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If families bring it up these days, I don't flinch from seizing on the opportunity to discuss the role of the sacred in sessions. As I helped a client stave off depression after the sudden loss of her husband, I was relieved to hear that families around her were rotating Sabbath meals, providing a place for her and her three adolescent boys every Friday night. You might think that an ancient practice couldn't possibly thwart the weekend escapades of 21st-century teens, but its sacred, "I-mean-it" intentionality anchored the boys and keyed Irene into their moods through their casual conversation about adolescent goings-on.
When families in treatment attend services, I encourage them to experience these events not only as ritual, but as a shared space in time—an opportunity to hear melodies that touch the soul and an enlightened message that opens the heart. Sometimes this can soften the hard edges of dysfunction.
Ten years ago, Billy's mom insisted he go to Sunday service with her despite an almost physical battle over curfew. True to adolescent form, he agreed, but then sat alone in the last row of the balcony, practically out on the roof. Nonetheless, at the end of the service, mother and son went to the local diner to eat together, albeit silently. This experience led to a slightly less strident discussion that evening, which allowed for real negotiations about curfews during our next session.
In church, Susan, a late elementary schoolgirl with an eating disorder, leaned over to her mother and whispered, "Every second I worry about the way I look. It makes a difference to not be thinking about it for a while." This is a child responding to the open heart of faith that relieves for moments the viselike grip of our appearance-obsessed culture. I encouraged Mom to place her hand over her daughter's during hymns they both loved. Susan later reported, "Mom's doing that reminded me I'm more than an eating disorder. I'm still a human being." This was far deeper communication than I could possibly have provided in the consulting room.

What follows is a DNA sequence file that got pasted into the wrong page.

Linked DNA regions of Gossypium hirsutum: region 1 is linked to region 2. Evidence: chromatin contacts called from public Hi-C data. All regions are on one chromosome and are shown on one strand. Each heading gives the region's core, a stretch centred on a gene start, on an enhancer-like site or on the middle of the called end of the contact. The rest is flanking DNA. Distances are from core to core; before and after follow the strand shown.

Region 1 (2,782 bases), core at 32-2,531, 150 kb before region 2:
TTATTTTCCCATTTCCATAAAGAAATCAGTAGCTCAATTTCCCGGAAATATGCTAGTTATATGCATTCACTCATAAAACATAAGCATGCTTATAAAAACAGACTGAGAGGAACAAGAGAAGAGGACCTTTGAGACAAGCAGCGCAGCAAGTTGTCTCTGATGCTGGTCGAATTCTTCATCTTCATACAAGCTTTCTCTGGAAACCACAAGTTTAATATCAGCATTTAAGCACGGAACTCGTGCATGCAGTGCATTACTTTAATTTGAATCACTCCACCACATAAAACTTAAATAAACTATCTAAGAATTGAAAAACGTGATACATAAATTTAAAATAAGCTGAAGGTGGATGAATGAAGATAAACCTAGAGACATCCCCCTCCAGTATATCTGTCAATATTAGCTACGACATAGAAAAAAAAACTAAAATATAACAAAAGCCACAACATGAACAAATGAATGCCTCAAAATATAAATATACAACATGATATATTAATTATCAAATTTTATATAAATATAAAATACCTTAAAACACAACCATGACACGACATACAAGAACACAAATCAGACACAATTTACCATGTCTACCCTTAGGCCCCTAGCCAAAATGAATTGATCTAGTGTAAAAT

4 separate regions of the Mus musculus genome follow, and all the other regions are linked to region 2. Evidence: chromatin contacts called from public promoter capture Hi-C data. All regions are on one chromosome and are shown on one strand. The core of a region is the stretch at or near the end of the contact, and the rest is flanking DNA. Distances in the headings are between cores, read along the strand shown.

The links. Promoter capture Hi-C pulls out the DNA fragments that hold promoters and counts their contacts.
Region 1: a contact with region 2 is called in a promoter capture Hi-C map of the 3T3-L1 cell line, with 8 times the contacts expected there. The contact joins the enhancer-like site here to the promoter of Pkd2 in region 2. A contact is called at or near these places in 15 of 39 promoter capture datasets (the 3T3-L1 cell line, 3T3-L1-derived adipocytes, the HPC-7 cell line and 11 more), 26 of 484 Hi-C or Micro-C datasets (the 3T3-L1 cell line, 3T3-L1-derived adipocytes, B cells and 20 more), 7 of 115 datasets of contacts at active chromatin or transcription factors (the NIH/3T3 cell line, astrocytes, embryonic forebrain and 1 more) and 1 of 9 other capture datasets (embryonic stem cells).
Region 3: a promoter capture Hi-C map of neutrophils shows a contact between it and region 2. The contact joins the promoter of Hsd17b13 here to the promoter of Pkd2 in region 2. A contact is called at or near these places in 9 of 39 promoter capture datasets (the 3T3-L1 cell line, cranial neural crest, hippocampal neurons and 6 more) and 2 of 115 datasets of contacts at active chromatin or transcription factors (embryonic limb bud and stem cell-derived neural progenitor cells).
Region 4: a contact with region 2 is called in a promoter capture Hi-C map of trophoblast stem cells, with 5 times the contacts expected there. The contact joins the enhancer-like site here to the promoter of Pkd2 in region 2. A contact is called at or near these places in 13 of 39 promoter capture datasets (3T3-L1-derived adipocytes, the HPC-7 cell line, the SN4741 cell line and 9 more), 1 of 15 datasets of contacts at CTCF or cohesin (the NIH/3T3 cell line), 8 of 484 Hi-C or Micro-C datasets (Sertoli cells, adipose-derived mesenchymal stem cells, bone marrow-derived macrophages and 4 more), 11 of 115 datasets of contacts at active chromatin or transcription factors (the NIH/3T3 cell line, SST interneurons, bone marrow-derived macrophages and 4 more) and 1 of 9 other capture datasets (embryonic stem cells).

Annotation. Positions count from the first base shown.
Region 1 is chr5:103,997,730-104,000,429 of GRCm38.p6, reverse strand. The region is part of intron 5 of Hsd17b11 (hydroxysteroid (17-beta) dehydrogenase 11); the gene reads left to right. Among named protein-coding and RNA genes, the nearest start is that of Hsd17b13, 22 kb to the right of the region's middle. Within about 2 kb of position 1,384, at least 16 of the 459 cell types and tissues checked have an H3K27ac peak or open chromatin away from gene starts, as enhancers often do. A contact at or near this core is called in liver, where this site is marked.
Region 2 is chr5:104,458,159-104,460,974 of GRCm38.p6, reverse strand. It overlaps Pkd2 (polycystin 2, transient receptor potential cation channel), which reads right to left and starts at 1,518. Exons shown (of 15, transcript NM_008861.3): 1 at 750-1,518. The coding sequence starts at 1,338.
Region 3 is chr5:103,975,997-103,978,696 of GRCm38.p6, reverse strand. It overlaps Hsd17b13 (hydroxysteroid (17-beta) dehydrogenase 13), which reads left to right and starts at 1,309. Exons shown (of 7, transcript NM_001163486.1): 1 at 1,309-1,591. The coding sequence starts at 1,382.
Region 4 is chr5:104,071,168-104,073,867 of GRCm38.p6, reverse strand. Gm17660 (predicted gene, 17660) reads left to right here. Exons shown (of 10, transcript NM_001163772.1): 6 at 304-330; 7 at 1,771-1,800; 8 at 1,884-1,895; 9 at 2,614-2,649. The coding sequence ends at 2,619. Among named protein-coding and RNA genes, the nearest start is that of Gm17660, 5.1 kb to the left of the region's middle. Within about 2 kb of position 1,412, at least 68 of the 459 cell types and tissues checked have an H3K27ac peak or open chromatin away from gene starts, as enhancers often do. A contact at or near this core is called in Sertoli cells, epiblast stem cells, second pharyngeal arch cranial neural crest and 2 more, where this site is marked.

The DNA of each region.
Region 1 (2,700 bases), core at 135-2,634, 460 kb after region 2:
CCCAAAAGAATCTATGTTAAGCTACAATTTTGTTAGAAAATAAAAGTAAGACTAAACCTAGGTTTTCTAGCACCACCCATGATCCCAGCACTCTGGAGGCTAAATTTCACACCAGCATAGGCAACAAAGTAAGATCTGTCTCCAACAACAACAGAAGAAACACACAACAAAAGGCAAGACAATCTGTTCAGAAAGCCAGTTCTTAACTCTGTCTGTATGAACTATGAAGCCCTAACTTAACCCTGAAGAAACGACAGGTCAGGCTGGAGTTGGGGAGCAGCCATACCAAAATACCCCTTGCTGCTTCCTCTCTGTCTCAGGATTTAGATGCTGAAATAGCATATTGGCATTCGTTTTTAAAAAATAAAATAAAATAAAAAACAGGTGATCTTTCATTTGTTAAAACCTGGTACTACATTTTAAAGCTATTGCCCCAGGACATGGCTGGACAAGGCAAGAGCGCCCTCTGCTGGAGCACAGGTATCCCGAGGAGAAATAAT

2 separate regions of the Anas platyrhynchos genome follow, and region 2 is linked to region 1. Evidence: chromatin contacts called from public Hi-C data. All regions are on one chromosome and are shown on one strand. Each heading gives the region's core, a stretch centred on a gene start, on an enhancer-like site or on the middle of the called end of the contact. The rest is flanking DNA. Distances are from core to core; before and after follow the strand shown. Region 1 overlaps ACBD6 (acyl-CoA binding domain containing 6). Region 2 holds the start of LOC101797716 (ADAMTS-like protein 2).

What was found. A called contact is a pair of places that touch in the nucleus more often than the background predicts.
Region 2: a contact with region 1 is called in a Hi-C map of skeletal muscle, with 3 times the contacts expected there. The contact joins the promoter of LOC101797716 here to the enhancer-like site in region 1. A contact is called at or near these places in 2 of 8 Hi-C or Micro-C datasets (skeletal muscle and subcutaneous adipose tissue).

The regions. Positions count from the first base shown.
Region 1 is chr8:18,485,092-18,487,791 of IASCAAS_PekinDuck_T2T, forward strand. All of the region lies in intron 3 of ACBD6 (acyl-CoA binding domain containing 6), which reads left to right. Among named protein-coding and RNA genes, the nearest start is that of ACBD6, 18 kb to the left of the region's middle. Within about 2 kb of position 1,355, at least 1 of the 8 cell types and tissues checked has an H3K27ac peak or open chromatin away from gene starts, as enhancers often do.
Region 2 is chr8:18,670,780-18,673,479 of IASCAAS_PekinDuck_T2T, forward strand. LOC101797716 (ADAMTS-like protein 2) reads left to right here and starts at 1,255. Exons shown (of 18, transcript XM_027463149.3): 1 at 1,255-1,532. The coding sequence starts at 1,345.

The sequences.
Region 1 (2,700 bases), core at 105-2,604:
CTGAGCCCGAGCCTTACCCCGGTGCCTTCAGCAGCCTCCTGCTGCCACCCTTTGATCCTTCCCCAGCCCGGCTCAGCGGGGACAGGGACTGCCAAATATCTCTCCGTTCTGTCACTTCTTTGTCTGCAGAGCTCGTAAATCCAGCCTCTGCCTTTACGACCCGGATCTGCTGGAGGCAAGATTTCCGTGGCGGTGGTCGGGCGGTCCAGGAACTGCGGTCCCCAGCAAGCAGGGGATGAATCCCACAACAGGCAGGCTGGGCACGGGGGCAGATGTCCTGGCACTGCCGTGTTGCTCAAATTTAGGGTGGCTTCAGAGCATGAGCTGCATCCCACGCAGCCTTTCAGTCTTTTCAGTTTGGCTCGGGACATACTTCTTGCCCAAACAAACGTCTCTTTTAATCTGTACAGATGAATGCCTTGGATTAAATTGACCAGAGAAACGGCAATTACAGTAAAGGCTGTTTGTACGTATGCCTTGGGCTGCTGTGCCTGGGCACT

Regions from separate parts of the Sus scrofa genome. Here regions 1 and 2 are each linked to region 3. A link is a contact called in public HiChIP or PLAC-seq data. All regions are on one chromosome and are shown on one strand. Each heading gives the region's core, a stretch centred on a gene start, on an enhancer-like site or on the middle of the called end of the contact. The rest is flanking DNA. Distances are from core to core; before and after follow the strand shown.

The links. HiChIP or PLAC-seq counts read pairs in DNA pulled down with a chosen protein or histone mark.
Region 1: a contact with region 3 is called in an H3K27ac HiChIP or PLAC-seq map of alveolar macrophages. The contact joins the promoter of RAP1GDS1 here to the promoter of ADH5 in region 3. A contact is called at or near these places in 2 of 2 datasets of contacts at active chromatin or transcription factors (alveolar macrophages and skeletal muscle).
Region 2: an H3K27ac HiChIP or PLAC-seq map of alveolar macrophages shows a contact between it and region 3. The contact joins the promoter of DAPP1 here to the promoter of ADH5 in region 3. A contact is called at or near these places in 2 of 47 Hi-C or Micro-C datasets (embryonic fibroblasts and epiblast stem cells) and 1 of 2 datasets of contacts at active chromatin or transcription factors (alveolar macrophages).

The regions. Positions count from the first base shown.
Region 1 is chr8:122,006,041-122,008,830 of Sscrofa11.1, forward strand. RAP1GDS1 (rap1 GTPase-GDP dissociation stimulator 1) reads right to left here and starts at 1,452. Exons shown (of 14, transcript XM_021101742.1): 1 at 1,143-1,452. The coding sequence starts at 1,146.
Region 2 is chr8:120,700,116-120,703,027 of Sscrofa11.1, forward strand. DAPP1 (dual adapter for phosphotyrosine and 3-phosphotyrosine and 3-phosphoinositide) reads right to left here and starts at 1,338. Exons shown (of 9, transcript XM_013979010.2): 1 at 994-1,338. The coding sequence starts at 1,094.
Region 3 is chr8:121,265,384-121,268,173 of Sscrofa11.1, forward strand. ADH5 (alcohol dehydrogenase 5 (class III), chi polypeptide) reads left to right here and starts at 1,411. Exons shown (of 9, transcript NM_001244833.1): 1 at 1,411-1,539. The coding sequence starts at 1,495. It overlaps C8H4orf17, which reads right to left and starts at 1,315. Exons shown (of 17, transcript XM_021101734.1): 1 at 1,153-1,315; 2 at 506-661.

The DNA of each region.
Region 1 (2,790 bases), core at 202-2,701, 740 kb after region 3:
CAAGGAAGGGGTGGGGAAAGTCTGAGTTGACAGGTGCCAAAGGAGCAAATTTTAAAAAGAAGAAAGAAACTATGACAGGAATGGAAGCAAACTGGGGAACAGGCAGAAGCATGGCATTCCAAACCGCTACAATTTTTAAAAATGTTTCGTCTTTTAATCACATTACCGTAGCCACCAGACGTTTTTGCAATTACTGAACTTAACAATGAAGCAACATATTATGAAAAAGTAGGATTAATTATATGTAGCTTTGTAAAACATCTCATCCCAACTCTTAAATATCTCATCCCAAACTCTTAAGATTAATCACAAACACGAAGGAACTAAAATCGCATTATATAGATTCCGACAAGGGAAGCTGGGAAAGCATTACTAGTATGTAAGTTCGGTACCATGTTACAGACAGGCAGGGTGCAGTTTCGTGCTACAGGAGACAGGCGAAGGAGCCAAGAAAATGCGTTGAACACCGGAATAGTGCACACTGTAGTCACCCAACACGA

Not all treatments go so well. As I finish this long, hopeful piece, I feel sadness for the cases in which I couldn't budge families from their pain. Looking back, most of those instances contained a common thread: I couldn't get mothers and fathers, usually older in years or mindset, to understand that we've entered a new era. They were stuck in beliefs about how a family ought to be, the way communication should happen; they were committed to outdated formalities between parent and child. So was I! After all, I revered "the village" of my childhood, but there was a price for that order: many of us now grasp how little our parents knew of us, and we understand how much of ourselves we were unable or unwilling to reveal across the generational divide.
Childhood and family life became chaotically unbound in the late 20th and early 21st century, and therapists feel the repercussions of that every day in the consulting room, often uncomfortably. But we must try not to be afraid of kids who know no bounds and are often contemptuous of their uncertain mothers and fathers. We must let post-boomer parents and their children, fellow-travelers that they are, teach us where we need to go.
Today's family members want to be known to each other, even teens and their parents! They're asking us to help them move toward their shared humanity—together. It's an intensely challenging mission, especially for therapists raised on ideas conceived in boomer times, and it's ultimately hopeful.
Things have changed. This is the post-boomer era. And these are not your parents' children.
Ron Taffel, Ph.D., is the author most recently of Childhood Unbound: Saving Our Kids' Best Selves, from which this article is adapted. His other books include Breaking Through to Teens: Psychotherapy for the New Adolescence. He's chairman of the board of The Institute for Contemporary Psychotherapy in New York. Contact: email@example.com. Tell us what you think about this article by e-mail at firstname.lastname@example.org, or at www.psychotherapynetworker.org. Log in and you'll find the comment section on every page of the online Magazine section.